Still, we are also looking forward to more information as to how this will affect those of us who will have 19 or 20 but not 25 years of service in three years, at 55 years of age… Hopefully, our union reps will have graphs or workshops handy so that we can avail ourselves of the 6 months’ window if indeed it is available to us… if we are ready to retire at 55, will we have the option to contribute 1.85% or more betwen now and when we turn 55? How will it affect the amount of our retirement?

  • 32 paulrubin
    · Oct 19, 2007 at 9:39 pm

    Someone asked why a school might not opt in. Interesting question because if it’s going to be that popular why did our union refuse to do this for so long. Personally I can see a few reasons why we’d opt not to opt in.

    1. Send a message that we don’t believe standardized test results are the gold standard of what makes or breaks a school.
    2. Try to avoid the inevitable bad feelings that will result if the money isn’t distributed the way a given teacher wants it or when some teachers take it personally if their colleagues cost them money or realize that $3,000 a teacher minus taxes isn’t very much money for a new teacher and is negligible altogether for the veterans this plan hopes to move.

    That’s not to say this is a bad idea or a good idea. More money is usually a good thing all things considered. But this continued push to just schools and staff on a single issue in what should be a complex ecosystem is horrifying simplistic.

  • 33 luisa chakir
    · Oct 20, 2007 at 12:34 am

    I would like to know if under the new provisions of 55/25 would a teacher who is 55 and working over 25 years be given a larger pension because of the additional years?
    IF so what is the percentage for every year after 25?
    I believe in the old contract it was 2% for every year after 30 years.

  • 34 luisa chakir
    · Oct 20, 2007 at 12:39 am

    Would a teacher age 55 and planning to retire this June need to make additional contributions?

  • 35 Civil Servant
    · Oct 20, 2007 at 10:01 am

    ” The bonus plan is contingent on the 55/25 legislation being enacted in Albany.”
    What if many schools reject the bonus plan?
    This could prejudice UFT’ers in future salary negotiations.
    I am concerned that a public perception of ” teachers and staff not wanting to work together to improve education” may arise.
    Seems strange that the intended bonus to be implemented may not be implemented by design.

  • 36 NCLB: Act II
    · Oct 22, 2007 at 11:06 am

    […] “New York City is sending a clear message to the members of Congress considering the reauthorization of No Child Left Behind: the way to improve schools does not lie down the road of setting teacher against teacher, but of bringing teachers together in common cause and effort on behalf of their students,” the UFT’s blog—EdWize—says in this post. […]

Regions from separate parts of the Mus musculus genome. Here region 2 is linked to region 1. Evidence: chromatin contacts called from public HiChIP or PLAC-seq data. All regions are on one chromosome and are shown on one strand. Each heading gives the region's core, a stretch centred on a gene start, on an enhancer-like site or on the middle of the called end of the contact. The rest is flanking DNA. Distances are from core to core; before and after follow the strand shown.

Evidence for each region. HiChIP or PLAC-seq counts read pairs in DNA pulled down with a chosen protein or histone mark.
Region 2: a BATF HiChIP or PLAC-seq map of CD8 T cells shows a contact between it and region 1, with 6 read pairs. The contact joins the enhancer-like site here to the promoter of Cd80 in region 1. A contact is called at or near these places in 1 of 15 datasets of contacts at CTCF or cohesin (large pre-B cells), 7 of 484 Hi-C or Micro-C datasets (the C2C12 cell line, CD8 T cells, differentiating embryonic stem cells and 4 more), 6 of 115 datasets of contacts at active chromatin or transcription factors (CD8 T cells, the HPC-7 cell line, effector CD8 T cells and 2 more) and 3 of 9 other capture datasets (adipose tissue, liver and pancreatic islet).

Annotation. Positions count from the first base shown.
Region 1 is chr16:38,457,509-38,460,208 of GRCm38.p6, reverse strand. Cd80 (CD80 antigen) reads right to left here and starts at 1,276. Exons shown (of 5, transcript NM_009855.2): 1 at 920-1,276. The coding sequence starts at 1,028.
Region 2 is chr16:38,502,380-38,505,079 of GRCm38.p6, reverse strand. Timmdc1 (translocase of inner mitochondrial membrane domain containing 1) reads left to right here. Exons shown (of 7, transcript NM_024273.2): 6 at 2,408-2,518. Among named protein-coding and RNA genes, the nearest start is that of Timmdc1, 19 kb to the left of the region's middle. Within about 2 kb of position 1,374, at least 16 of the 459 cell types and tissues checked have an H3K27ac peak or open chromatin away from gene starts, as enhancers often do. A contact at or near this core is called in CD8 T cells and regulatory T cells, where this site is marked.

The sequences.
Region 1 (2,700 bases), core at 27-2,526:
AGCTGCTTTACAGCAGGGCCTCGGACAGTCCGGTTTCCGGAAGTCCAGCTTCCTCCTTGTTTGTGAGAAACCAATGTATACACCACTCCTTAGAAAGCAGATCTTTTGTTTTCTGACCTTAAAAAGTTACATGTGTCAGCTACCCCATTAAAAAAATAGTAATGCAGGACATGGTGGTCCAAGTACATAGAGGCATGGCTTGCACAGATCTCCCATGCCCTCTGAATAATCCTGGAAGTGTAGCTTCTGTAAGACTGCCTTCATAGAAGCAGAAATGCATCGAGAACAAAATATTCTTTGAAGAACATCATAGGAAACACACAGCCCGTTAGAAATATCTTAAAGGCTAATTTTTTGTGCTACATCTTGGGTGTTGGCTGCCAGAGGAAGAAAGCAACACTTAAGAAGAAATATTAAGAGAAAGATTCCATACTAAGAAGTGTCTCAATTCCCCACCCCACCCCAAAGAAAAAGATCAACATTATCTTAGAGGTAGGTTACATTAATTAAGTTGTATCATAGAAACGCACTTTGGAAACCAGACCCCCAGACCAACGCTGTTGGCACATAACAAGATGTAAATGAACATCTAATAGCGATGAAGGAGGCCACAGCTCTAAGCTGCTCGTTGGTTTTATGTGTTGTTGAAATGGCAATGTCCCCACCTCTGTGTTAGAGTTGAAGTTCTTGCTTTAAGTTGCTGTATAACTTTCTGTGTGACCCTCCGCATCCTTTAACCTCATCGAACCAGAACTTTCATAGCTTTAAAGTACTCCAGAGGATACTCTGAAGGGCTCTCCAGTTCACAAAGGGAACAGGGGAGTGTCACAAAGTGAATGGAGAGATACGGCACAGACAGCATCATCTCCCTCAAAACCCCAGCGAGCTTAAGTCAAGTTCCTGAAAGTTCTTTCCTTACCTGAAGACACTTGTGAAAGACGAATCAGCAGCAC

• 37 karenbeth
    · Oct 22, 2007 at 5:39 pm

    Does anyone have an idea when the UFT will release the details of the 55/25 plan for those who wish to “opt in?”

  • 38 afallon
    · Oct 22, 2007 at 8:19 pm

    This new 55/25 pension benefit that is sitting in the legislature is only as good as the information the teachers are given to help us understand what would happen if an individual decided not to opt in. I am 55, but only have 20 years of service. If I opted in, would it really make a big difference for me? Paying the 1.85% adds up to a nice chunk of change. We need information to help us make this decision.

  • 39 Steve Perez
    · Oct 23, 2007 at 6:59 pm

    There are a lot of good questions in this thread, and I want to thank everyone for weighing in. I know not every question got answered; the UFT Pension Department is working to get more info out there and to answer everyone’s questions, and the Secure Your Future section in the New York Teacher will have more information as it becomes available.

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  • 41 The Quick and the Ed
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  • 42 History Is Elementary
    · Oct 24, 2007 at 12:16 pm

    […] York City on mechanisms to help teachers retiring at 55 and a pilot program establishing voluntary school-wide bonuses.I Thought a Think is attempting to answer the nagging question of teacher quality.Epic Adventures […]

  • 43 TeachPeaceAndJustice
    · Oct 28, 2007 at 3:13 pm

    It seems the implication is that we are not doing the best we can and that if we receive a bonus for results, we will make sure we get the results. I work at a small school where the majority of the staff, myself included, is AT school 9 – 12 hours per day and we are constantly evaluating ourselves, our impact, our curriculum, our school culture, etc. We deserve more money; however, simply offering us a bonus is not enough. We are already working hard to improve our students. What we really need is more parent involvement, a better work ethic among more of our students, more resources for the schools, more teachers so we are not all spread too thin, etc. We ARE invested and we ARE working as hard as we can for the students. But little is going to change unless we get what we need. I resent the attitude toward teachers that WE need an “incentive”, money, to do our jobs, as if we will work harder if you give us bonuses. I’m already working harder than I ever imagined I would, and I’m not satisfied enough with all my students’ performance. Telling me to work harder, and paying me for it, means very little when I am already working. We need to be respected, better understood, and we need equitable resources.

  • 44 jd2718
    · Nov 6, 2007 at 11:10 pm

    Teach P&J,

    somehow I missed your comment. I think the points you raise are important. We need better treatment. We need smaller classes. We didn’t need merit pay.


  • 45 Teacher Bonuses — How to Do it Right | Edwize
    · Nov 14, 2007 at 10:49 am

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  • 46 Laura
    · Oct 27, 2009 at 8:38 pm

    56 with 21 years of service. Decided on the 55/25 program but would like to retire at 22 years of service. What kind of percentages would I get and would I benefit at all from the 25/55 program since I am buying into it.